Why you should care
Because this is one more reason to never grow up.
“Our dreams are young and we both know / They’ll take us where we want to go,” the young Hawaiian crooned while staring into the eyes of a pretty blonde. Glenn Medeiros was just 16 when he offered up his rendition of George Benson’s “Nothing’s Gonna Change My Love for You” in a local song contest on Kauai, propelling himself to international stardom.
Perhaps the optimistic lyrics rang true for the young heartthrob back in the age of Ferris Bueller, popped collars and indulgent love songs. The curly-haired Karate Kid look-alike’s synth-filled cover became a wedding staple when it hit the charts in 1988. While initially hailed as a ballad singer, Medeiros was soon pushed, uncomfortably, into other genres, which ultimately saw him trade in his big hair and leather pants for suits, ties and a career in education. And much like those who once owned parachute pants, he’s not missing much about his ’80s heyday.
I didn’t see myself being able to be successful anymore as a singer in [that] kind of environment.
Medeiros began his career at age 10, singing for guests on his father’s tour bus on Kauai. Winning the song contest helped him catch the attention of a Phoenix radio executive who was vacationing in Hawaii. When the executive returned stateside, he took the song with him, and it created enough buzz to earn Medeiros his first nationwide deal, with MCA, including a self-titled album pinned on hopes that the adolescent crooner would become the next poster boy to make young girls scream.
And for a while he did, especially in the U.S., where Medeiros’ reedy-voiced cover reached No. 12 on the Billboard Hot 100 in 1987. The accompanying music video that launched this nearly one-hit wonder reflects a hot young man at the height of synth-filled, if cringeworthy, ’80s pop. “The production was surely the very epitome of cheesy and naff,” writes longtime music columnist James Masterton, author of Top 40 Annual 1988.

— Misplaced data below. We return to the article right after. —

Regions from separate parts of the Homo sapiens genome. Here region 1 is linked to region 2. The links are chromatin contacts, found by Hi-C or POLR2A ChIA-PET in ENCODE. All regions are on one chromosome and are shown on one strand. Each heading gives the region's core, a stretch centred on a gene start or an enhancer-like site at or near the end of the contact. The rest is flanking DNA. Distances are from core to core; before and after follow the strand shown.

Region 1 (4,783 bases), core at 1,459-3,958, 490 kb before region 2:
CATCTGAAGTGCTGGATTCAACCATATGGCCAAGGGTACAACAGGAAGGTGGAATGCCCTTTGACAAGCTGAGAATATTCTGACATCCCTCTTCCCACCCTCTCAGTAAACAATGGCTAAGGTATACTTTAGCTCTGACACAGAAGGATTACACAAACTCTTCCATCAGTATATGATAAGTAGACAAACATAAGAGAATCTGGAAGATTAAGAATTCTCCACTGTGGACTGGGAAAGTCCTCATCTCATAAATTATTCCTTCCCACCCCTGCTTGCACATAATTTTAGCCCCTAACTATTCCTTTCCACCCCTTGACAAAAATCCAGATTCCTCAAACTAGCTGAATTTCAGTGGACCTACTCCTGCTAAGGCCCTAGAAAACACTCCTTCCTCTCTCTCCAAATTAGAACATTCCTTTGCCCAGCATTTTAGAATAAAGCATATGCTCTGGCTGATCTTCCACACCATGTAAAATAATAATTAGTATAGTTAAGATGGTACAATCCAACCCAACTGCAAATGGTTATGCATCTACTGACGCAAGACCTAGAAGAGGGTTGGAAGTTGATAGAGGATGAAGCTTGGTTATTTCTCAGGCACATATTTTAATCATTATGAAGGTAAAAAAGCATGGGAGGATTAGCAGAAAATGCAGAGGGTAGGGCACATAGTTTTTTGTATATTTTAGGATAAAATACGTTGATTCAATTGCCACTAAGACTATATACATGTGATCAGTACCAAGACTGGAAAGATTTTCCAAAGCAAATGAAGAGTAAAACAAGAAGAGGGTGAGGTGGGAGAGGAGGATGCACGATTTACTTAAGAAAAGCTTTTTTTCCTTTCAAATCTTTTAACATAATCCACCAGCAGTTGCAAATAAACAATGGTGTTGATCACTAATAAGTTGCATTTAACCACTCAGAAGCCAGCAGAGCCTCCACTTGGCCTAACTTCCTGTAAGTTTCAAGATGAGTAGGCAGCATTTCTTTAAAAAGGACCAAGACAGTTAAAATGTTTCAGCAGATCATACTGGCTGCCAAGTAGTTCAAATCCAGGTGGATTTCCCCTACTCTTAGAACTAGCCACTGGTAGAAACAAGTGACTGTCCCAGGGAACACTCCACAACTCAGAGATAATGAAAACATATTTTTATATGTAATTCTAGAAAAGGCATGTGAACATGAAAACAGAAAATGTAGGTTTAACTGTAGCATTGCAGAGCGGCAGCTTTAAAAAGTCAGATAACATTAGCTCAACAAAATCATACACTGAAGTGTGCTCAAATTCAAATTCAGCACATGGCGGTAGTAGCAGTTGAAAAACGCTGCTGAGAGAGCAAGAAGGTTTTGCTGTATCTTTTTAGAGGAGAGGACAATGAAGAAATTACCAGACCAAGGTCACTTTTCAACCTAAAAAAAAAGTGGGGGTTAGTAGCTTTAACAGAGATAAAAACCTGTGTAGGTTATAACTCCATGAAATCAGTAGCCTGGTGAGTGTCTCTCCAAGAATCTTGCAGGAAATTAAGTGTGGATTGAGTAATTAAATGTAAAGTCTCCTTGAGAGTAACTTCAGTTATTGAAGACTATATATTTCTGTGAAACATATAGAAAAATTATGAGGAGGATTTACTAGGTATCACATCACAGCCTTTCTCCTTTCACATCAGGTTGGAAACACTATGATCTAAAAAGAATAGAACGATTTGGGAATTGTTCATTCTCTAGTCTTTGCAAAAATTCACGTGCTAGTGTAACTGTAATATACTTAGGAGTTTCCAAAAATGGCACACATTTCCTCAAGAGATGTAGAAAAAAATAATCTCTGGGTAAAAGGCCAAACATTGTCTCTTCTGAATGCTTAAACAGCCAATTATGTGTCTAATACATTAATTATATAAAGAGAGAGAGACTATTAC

While a few of Medeiros’ songs became hits, critics were less than impressed. “Teen idols don’t usually last beyond their brief musical moment,” notes Barry Drake, a rock ’n’ roll historian. Duets with budding French pop star Elsa Lunghini and R&B legend Bobby Brown got some attention, with the latter, She Ain’t Worth It, rising to No. 1 in the U.S. in 1990. But Medeiros suffered one of the most humiliating episodes of British TV history on the review program Juke Box Jury that same year. Unaware that the young artist was watching backstage, panelists ripped into his duet with Ray Parker Jr., All I’m Missing Is You. One panelist said he “didn’t like it at all,” another called it “a mess” and the last criticized Medeiros’ dance moves, complaining that he was trying to emulate Bobby Brown … and missing the beat, which made things awkward when Medeiros walked briefly onstage.
Today, Medeiros says his critics were somewhat justified, and he admits that he sold out when he went from singing sappy love tunes to hip-hop. “It was either do that record or not have a way to make a living,” Medeiros tells OZY. While he loved singing, the small-island teen didn’t enjoy the lifestyle or being shuttled from city to city. He could also see that it was the end of the Lionel Richie era of love-ballad singers making it big. “I didn’t see myself being able to be successful anymore as a singer in [that] kind of environment,” he says. This led to some introspection and his return, in 1994, to Hawaii to attend college.
Inspired by his fourth-grade music teacher, Medeiros earned his bachelor’s in history before becoming an educator himself. Before long, he was teaching students whose moms had once been part of his shrieking fandom, and he never looked back. “Education, for me, was a better fit,” he says, because it allows him to spend time with his wife and children. These days, Medeiros’ life is more Principal Rooney than Ferris Bueller. Last April, he was appointed principal of St. Louis School, an all-boys Catholic prep school in Honolulu, just a year after earning his doctorate in education from the University of Southern California.
While the tune that pushed Medeiros into the spotlight saw him telling a girl, “I don’t want to live without you,” he would soon learn that he could live without the fame. He looks back on his teenage years as a time for having friends and falling in love. “There’s not a lot of sophistication there,” he says of his younger self, “and that’s OK.”